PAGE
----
How We’re Cutting Spending with President Trump
Washington Examiner | May 7, 2018
Rep. Kevin McCarthy
Americans work hard for their money and expect their tax dollars to be spent wisely. Yet most Americans would be rightly upset to learn that Washington has allocated billions of dollars to be spent on autopilot for programs that are no longer necessary or even in use.
President Trump and the Republican majorities in Congress are taking steps to cut wasteful spending and restore our fiscal footing. We’re able to do so with or without Democratic cooperation by using the Impoundment Act, part of the 1974 Budget Act, which allows spending cuts or “rescissions” to be proposed under fast-track procedures in the House and Senate, meaning only 51 votes are needed in the Senate for approval.
To be sure, cutting wasteful spending should not be a partisan exercise. From the Ford to Clinton administrations, rescissions were commonplace — President Ronald Reagan had 214 rescissions accepted by Congress, while Bill Clinton had 111 accepted. Altogether, rescissions have cut $25 billion in spending.
Even House Minority Whip Steny Hoyer, D-Md., said that he would not outright oppose rescinding “money laying in an account that has not been spent for 1, 2, 3 years,” going so far as to say that it was “a reasonable thing to do.”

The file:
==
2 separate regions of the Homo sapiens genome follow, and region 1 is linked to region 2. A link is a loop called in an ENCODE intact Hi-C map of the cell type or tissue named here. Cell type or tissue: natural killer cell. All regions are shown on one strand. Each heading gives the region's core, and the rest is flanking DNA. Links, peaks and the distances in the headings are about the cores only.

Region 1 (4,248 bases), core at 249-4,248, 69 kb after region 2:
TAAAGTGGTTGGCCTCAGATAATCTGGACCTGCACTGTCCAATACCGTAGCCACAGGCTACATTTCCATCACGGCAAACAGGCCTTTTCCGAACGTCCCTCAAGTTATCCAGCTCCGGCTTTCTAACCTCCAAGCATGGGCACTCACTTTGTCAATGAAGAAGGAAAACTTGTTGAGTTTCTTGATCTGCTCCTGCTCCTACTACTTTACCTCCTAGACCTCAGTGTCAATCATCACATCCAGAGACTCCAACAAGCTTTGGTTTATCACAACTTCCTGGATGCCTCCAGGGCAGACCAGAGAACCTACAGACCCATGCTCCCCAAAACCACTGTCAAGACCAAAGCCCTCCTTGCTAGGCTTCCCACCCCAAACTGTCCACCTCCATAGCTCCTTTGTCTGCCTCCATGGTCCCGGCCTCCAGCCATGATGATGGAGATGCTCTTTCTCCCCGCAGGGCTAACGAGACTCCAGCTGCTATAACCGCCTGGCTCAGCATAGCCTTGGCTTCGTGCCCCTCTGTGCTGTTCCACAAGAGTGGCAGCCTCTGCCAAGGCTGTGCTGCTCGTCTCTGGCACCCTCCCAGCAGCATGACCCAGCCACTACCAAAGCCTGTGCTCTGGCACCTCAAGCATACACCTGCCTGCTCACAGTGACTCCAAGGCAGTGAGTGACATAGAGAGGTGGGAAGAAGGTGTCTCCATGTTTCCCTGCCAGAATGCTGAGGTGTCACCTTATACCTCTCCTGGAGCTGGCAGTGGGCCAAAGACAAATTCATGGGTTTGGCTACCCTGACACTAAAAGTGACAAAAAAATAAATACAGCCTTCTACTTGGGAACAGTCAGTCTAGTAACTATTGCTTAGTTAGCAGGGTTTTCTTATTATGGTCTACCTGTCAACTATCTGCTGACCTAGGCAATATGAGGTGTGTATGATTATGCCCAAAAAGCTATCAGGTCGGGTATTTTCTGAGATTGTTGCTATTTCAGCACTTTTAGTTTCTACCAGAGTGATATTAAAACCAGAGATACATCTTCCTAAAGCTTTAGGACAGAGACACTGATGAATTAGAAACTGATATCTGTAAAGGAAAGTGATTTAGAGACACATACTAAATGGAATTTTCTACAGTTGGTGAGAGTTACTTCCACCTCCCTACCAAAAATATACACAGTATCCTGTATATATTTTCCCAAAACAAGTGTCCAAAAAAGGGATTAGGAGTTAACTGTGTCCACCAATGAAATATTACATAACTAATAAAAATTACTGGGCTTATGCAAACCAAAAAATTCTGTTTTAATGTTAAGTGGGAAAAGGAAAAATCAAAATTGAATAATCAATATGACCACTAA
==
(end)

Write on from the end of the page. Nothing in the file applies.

The Senate would seem to agree, given that a bipartisan group of 81 Senators voted in 2011 to support rescinding tens of billions of dollars in unobligated balances identified by Barack Obama’s Office of Management and Budget.
But as the “resistance” grabs a greater hold of the Democratic Party, commonsense statements like these are lost in translation.
Last summer, the House passed all 12 appropriations bills. Unfortunately, Senate Democrats blocked debate on every single one of these bills. Shouldn’t Sens. Elizabeth Warren, Bernie Sanders, and Chuck Schumer be forced to show America what their spending priorities are?
In the face of this extraordinary gridlock, Congressional Republicans and the Trump administration have turned to unconventional and creative measures to get things done and address the challenges facing our country that Democrats of the resistance would be happy to ignore.
Prior to this Congress, the Congressional Review Act (another rare procedural tool that requires only a simple majority vote in the House and Senate) had been used just one time in history. This Congress, we have successfully used the Congressional Review Act 15 times to repeal burdensome regulations proposed in the twilight of the Obama administration. Together, these regulatory repeals have saved businesses more than $4 billion in compliance costs.
And by passing a budget and unlocking reconciliation, Republicans cut taxes and reformed the tax code for the first time in three decades despite unanimous Democratic opposition.
These challenges to the status quo show that Republicans in Washington are committed to getting the job done. We will enact changes voters have been asking for but have long been blocked by the entrenched political class. By using the Impoundment Act to cut wasteful spending, Democrats will now be forced to debate and defend their budget priorities in front of the public.
I am confident they will find no good excuse to delay giving the bloated federal budget a much-needed spring cleaning.